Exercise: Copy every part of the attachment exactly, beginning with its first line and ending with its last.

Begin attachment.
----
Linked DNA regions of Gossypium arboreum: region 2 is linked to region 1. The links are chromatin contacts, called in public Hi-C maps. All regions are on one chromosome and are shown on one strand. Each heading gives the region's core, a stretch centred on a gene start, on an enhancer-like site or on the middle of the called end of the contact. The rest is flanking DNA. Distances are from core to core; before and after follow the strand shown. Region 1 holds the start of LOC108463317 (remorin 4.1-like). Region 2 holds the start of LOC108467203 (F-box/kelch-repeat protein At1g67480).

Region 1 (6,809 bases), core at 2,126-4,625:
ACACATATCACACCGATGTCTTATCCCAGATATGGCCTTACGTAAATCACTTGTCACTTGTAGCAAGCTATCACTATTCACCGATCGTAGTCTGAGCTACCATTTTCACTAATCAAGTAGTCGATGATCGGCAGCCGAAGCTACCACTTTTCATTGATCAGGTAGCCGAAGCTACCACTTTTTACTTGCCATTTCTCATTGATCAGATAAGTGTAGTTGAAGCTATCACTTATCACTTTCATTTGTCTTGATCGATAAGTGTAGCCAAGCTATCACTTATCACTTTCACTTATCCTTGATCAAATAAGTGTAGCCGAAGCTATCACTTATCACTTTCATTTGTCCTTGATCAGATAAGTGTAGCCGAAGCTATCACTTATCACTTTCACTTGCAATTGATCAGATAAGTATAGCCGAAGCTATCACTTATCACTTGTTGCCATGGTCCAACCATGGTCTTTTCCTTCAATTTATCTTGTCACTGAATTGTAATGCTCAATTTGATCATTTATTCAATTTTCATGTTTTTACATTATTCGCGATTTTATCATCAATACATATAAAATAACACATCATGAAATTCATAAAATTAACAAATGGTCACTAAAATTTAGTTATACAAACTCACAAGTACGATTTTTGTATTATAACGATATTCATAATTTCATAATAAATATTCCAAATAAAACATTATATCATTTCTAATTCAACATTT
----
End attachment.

Linked DNA regions of Gossypium arboreum: region 2 is linked to region 1. The links are chromatin contacts, called in public Hi-C maps. All regions are on one chromosome and are shown on one strand. Each heading gives the region's core, a stretch centred on a gene start, on an enhancer-like site or on the middle of the called end of the contact. The rest is flanking DNA. Distances are from core to core; before and after follow the strand shown. Region 1 holds the start of LOC108463317 (remorin 4.1-like). Region 2 holds the start of LOC108467203 (F-box/kelch-repeat protein At1g67480).

Region 1 (6,809 bases), core at 2,126-4,625:
ACACATATCACACCGATGTCTTATCCCAGATATGGCCTTACGTAAATCACTTGTCACTTGTAGCAAGCTATCACTATTCACCGATCGTAGTCTGAGCTACCATTTTCACTAATCAAGTAGTCGATGATCGGCAGCCGAAGCTACCACTTTTCATTGATCAGGTAGCCGAAGCTACCACTTTTTACTTGCCATTTCTCATTGATCAGATAAGTGTAGTTGAAGCTATCACTTATCACTTTCATTTGTCTTGATCGATAAGTGTAGCCAAGCTATCACTTATCACTTTCACTTATCCTTGATCAAATAAGTGTAGCCGAAGCTATCACTTATCACTTTCATTTGTCCTTGATCAGATAAGTGTAGCCGAAGCTATCACTTATCACTTTCACTTGCAATTGATCAGATAAGTATAGCCGAAGCTATCACTTATCACTTGTTGCCATGGTCCAACCATGGTCTTTTCCTTCAATTTATCTTGTCACTGAATTGTAATGCTCAATTTGATCATTTATTCAATTTTCATGTTTTTACATTATTCGCGATTTTATCATCAATACATATAAAATAACACATCATGAAATTCATAAAATTAACAAATGGTCACTAAAATTTAGTTATACAAACTCACAAGTACGATTTTTGTATTATAACGATATTCATAATTTCATAATAAATATTCCAAATAAAACATTATATCATTTCTAATTCAACATTT